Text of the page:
In contrast, at the beginning of this week's Torah portion, Parshat Hayei Sarah, Avraham comes to be in the city of Hebron, seeking to purchase a specific cave, Maarat Hamachpelah, from B'nai Het, the people of the land, for the burial of his beloved wife, Sarah. In a scene whose text has many structural parallels to Lot and the angels in Sodom, Avraham displays his righteous character, in a deeply respectful and legally contractual choreography of the purchase of the Maarat Hamachpelah from Ephron the Hittite. Gd being noticeably absent from the entire exchange, Avraham must rely on his ethical instincts of warmth, fairness, integrity and playing by the laws of the land. In this way, he is fulfilling Gds' promise to him in a way that is agreeable to B'nai Het.
The first words Avraham says to B'nai Het is to identify himself as a Ger-Toshav, a resident and alien, which voluntarily takes on a legal position without rights or entitlements. Even though B'nai Het recognizes Avraham as the elect among them, addressing him as Adon, Lord, an acknowledgement of his power and influence, Avraham does not treat them as their superior. Rather, Avraham twice bows low before Am Haaretz, the people of the land, a rather low position in the hierarchy of the Torah. When Ephron finally offers Avraham a price of 400 sheckels for the Maarat Hamachpelah, an exorbitant amount of money according to the tradition, Avraham accepts without hesitation, to make clear that the deal is fair and not contestable.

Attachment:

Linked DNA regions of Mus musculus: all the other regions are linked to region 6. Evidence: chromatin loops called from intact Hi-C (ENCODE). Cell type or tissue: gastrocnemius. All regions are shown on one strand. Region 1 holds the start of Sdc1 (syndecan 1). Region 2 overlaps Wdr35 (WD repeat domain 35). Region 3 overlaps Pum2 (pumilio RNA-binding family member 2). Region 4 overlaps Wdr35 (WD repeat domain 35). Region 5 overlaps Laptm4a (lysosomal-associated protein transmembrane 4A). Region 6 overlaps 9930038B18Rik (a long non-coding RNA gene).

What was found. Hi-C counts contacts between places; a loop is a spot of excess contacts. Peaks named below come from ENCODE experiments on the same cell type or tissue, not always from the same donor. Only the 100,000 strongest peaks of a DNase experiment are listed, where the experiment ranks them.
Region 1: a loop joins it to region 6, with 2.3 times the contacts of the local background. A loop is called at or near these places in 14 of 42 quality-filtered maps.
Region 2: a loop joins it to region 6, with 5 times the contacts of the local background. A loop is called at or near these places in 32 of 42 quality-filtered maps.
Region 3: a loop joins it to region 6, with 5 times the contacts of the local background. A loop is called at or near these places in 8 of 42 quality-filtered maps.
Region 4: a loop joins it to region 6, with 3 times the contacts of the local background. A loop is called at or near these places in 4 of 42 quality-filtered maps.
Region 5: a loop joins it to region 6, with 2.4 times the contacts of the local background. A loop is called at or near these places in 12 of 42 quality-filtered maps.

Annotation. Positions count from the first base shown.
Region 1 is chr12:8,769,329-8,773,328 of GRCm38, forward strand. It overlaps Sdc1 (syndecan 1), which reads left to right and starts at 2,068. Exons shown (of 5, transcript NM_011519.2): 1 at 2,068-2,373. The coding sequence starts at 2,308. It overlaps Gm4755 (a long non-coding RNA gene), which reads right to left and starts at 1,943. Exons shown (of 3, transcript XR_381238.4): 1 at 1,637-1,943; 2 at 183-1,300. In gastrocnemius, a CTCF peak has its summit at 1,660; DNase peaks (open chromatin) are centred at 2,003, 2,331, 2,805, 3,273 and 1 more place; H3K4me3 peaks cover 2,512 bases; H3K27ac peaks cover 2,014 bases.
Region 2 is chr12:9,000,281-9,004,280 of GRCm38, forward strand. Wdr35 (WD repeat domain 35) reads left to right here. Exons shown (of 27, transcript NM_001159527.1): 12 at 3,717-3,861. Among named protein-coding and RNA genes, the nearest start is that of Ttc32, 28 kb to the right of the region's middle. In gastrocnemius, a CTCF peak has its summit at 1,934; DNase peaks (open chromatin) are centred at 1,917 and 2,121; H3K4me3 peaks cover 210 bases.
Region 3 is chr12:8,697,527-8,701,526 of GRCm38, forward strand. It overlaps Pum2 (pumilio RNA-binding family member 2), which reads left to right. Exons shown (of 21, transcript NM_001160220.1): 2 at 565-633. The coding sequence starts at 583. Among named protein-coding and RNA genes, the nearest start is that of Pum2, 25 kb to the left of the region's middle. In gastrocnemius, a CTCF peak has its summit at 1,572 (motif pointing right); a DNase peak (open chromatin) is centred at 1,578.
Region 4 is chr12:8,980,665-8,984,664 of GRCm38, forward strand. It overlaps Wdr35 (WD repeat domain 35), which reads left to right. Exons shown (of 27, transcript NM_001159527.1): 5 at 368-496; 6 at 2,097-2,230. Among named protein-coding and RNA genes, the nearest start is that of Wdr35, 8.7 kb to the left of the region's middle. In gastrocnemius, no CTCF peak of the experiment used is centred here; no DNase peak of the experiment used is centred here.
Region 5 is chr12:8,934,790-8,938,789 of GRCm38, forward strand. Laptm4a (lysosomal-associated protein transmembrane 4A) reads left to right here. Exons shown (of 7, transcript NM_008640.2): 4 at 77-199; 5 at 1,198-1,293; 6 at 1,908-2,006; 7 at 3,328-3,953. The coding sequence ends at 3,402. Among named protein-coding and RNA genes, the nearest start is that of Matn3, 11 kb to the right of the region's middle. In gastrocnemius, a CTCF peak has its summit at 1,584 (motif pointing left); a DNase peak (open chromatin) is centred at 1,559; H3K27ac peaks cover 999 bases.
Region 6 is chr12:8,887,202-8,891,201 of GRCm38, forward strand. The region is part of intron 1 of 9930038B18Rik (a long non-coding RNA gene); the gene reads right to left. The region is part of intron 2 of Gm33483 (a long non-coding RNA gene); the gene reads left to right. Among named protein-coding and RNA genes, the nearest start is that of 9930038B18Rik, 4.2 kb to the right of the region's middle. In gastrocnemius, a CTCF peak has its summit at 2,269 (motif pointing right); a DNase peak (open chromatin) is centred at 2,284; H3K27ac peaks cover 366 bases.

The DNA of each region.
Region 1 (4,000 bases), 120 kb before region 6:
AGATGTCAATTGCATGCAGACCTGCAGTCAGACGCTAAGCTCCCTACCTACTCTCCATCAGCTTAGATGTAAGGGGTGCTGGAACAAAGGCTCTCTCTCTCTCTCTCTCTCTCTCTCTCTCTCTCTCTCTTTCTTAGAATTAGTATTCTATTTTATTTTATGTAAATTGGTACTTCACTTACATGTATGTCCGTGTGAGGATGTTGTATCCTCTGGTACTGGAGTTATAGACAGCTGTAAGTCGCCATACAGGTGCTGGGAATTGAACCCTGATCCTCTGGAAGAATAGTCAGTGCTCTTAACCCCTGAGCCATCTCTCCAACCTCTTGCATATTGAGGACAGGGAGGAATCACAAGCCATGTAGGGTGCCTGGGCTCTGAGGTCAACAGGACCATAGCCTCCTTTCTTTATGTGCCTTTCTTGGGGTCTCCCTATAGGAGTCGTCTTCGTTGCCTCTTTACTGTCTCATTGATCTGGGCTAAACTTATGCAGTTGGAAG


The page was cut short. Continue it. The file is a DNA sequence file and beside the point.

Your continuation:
Finally, Avraham conducts this entire transaction at the city gates, in the hearing range of "all who enter the gate of the city" (Bereishit 23:10). There is another Midrash in Bereishit Rabbah that asks what all the inhabitants of the city were doing there. Rebbi Pinchas teaches that B'nai Het heard of the righteousness of Avraham, so they all locked their doors to their homes and businesses and went to bestow kindness upon him. Rashi interpets this Midrash even further to mean that they came to attend the funeral of Sarah. Even if the people were just there to serve as witnesses to the land purchase, the contrast to the people of Sodom in their interactions with Lot could not be clearer.
The relationship between Gd and Avraham rests on two pillars: the promise of the Land and Gds' trust in Avraham as a righteous person. The only hint the Torah gives us for why Avraham is chosen to receive the land is found in Parshat Vayeira, when Gd prepares to inform Avraham of the impending destruction of Sodom and Amorah, saying that "Avraham is to become a great and populous nation and all the nations of the earth are to bless themselves by him, For I have singled him out, that he may instruct his children and his posterity to keep the way of Hashem by doing what is just and right" -- laasot tzedakah umishpat.